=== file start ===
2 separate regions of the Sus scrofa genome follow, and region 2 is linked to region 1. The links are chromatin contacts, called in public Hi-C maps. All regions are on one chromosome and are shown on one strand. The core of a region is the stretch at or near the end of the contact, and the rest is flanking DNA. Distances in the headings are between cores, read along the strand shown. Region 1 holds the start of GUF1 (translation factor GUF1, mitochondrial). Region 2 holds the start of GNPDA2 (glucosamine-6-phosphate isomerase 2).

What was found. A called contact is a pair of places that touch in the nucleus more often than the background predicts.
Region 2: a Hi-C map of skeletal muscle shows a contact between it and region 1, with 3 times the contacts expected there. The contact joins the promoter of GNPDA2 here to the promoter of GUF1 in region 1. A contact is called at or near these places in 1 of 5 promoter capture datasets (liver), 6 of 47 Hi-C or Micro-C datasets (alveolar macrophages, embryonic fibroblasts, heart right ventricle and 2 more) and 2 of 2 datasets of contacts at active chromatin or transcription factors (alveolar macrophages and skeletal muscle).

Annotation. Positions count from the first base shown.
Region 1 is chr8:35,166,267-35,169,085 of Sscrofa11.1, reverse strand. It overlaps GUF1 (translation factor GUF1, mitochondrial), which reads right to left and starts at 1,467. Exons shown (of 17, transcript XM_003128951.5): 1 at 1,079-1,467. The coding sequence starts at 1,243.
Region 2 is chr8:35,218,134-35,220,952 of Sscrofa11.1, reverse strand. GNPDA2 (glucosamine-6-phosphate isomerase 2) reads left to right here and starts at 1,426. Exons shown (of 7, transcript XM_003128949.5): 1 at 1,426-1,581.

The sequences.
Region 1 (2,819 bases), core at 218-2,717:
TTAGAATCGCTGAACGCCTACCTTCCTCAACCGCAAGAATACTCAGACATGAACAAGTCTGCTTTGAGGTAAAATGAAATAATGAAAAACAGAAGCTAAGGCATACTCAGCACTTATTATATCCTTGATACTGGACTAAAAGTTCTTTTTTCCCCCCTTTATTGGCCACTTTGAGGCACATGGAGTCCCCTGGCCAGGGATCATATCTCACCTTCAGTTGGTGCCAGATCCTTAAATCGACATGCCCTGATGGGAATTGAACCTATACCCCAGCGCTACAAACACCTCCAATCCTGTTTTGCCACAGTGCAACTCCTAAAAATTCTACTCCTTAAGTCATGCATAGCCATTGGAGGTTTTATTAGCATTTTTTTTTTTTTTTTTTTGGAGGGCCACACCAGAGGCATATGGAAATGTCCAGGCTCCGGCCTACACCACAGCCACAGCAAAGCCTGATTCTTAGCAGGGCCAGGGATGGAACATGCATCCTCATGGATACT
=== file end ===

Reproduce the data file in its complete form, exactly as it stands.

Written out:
2 separate regions of the Sus scrofa genome follow, and region 2 is linked to region 1. The links are chromatin contacts, called in public Hi-C maps. All regions are on one chromosome and are shown on one strand. The core of a region is the stretch at or near the end of the contact, and the rest is flanking DNA. Distances in the headings are between cores, read along the strand shown. Region 1 holds the start of GUF1 (translation factor GUF1, mitochondrial). Region 2 holds the start of GNPDA2 (glucosamine-6-phosphate isomerase 2).

What was found. A called contact is a pair of places that touch in the nucleus more often than the background predicts.
Region 2: a Hi-C map of skeletal muscle shows a contact between it and region 1, with 3 times the contacts expected there. The contact joins the promoter of GNPDA2 here to the promoter of GUF1 in region 1. A contact is called at or near these places in 1 of 5 promoter capture datasets (liver), 6 of 47 Hi-C or Micro-C datasets (alveolar macrophages, embryonic fibroblasts, heart right ventricle and 2 more) and 2 of 2 datasets of contacts at active chromatin or transcription factors (alveolar macrophages and skeletal muscle).

Annotation. Positions count from the first base shown.
Region 1 is chr8:35,166,267-35,169,085 of Sscrofa11.1, reverse strand. It overlaps GUF1 (translation factor GUF1, mitochondrial), which reads right to left and starts at 1,467. Exons shown (of 17, transcript XM_003128951.5): 1 at 1,079-1,467. The coding sequence starts at 1,243.
Region 2 is chr8:35,218,134-35,220,952 of Sscrofa11.1, reverse strand. GNPDA2 (glucosamine-6-phosphate isomerase 2) reads left to right here and starts at 1,426. Exons shown (of 7, transcript XM_003128949.5): 1 at 1,426-1,581.

The sequences.
Region 1 (2,819 bases), core at 218-2,717:
TTAGAATCGCTGAACGCCTACCTTCCTCAACCGCAAGAATACTCAGACATGAACAAGTCTGCTTTGAGGTAAAATGAAATAATGAAAAACAGAAGCTAAGGCATACTCAGCACTTATTATATCCTTGATACTGGACTAAAAGTTCTTTTTTCCCCCCTTTATTGGCCACTTTGAGGCACATGGAGTCCCCTGGCCAGGGATCATATCTCACCTTCAGTTGGTGCCAGATCCTTAAATCGACATGCCCTGATGGGAATTGAACCTATACCCCAGCGCTACAAACACCTCCAATCCTGTTTTGCCACAGTGCAACTCCTAAAAATTCTACTCCTTAAGTCATGCATAGCCATTGGAGGTTTTATTAGCATTTTTTTTTTTTTTTTTTTGGAGGGCCACACCAGAGGCATATGGAAATGTCCAGGCTCCGGCCTACACCACAGCCACAGCAAAGCCTGATTCTTAGCAGGGCCAGGGATGGAACATGCATCCTCATGGATACT